The Grand Ole Opry With Bill Monroe
I first met Bill Monroe
in June of 1953 when he (along with Jimmy Martin, Charlie
Cline and L.E. White) appeared at the Barbeque Barn near
Florence, South Carolina. I was playing with Slim Mims and
The Dream Ranch Boys on WJMX at the time. We opened the show
for Bill Monroe and The Bluegrass Boys that night. Bill
needed bass player for his show and I filled in for him.
Before the evening was over, he had offered me a job with
his band. We met the next weekend at the Pick Theater in Mt.
Airy, North Carolina where he had a show. Monroe gave me 15
minutes on his show to perform a comedy act. It was my debut
as the comedian, Uncle Puny. After that, Monroe and I
started to do two-man comedy routines together in addition
to my playing the bass as a regular part of his shows. We
put on shows at a lot of schools and traveled quite a bit.
Times on the road got really bad, and I left Monroe in the
winter of 1953, worked awhile with Slim Mims then went back
with Monroe in 1954. In 1957, I played the guitar on 9 of
the 12 songs on Monroe's first LP "Knee Deep in Bluegrass".
My name on the LP was incorrectly listed as Lester Sandy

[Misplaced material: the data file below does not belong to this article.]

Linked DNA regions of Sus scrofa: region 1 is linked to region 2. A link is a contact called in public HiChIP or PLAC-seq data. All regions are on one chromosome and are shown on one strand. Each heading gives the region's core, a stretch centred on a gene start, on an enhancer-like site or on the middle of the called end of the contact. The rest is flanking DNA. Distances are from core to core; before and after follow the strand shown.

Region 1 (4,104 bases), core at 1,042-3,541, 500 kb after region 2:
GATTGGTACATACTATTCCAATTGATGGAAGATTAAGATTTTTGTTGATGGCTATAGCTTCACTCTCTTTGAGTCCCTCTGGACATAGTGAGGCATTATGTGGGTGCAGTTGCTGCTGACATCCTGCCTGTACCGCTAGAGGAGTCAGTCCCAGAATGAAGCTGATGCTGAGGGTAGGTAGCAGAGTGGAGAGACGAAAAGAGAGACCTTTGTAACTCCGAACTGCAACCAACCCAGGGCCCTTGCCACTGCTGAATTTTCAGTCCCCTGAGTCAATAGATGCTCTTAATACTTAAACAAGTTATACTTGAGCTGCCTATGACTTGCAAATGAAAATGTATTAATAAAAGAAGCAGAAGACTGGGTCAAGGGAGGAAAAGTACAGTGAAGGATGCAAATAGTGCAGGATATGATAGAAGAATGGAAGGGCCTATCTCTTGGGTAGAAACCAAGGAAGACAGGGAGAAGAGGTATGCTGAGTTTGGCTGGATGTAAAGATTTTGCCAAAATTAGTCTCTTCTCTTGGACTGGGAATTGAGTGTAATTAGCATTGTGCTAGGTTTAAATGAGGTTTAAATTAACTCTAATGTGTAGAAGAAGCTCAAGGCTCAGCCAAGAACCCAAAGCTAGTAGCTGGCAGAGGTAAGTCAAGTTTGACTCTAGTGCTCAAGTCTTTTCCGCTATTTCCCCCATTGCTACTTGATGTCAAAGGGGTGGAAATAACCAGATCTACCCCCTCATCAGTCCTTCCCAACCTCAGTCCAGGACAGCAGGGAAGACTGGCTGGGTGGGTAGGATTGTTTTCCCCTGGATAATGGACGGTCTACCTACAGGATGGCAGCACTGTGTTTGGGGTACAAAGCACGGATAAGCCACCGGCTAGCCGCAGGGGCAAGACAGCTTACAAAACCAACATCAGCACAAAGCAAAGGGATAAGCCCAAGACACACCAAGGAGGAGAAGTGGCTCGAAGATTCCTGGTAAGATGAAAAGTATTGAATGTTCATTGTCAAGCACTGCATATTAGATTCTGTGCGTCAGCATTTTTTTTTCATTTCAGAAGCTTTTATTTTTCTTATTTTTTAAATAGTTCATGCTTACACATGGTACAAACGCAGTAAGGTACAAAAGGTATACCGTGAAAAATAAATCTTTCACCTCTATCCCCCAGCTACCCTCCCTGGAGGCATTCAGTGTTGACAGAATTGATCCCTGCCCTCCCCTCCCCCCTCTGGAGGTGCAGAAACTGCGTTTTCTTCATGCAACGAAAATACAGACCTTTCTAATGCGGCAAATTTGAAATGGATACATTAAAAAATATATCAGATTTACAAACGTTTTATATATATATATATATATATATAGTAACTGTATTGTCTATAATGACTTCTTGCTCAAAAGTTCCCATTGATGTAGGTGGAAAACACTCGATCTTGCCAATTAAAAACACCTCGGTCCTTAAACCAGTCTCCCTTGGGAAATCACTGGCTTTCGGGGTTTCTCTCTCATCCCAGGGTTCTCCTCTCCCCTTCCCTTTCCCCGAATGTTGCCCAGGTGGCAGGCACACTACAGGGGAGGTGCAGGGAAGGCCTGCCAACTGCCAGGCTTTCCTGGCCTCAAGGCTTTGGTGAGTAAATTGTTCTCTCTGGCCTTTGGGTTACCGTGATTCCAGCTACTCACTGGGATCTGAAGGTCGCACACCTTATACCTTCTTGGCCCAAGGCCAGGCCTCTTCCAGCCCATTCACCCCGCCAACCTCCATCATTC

instead of Leslie Sandy. Don Stover, Dale Potter, Gordon
Terry, Tommy Jackson and Joe Stuartare are also on the same
have many memories of the times I shared as one of The
Bluegrass Boys. One is the time I visited Monroe's old home
place in Rosine where I met his brothers, Charlie, John and
Birch. All in all, I did three stints with Bill Monroe.
Over the years, I guess I became one of the "lost Bluegrass
Boys". Thanks to Walt Saunders, Tom Ewing (writers for BU)
and Russell Palmer of Gulf, North Carolina I became "found"
again through their inquiries, research and articles in BU.
not have any photographs of the times with Bill Monroe.
Times were hard back then and I could not afford a camera
and film. However I do still have one special memento - the
Nashville Union Card (Kind of worn with age now) that
admitted me to appear on The Grand Ole Opry.
did I know then that Bill Monroe would later become known as
The Father of Bluegrass. It was an honor and a privilege to
have been one of The Bluegrass Boys and to have appeared
with Bill Monroe on the Grand Ole Opry.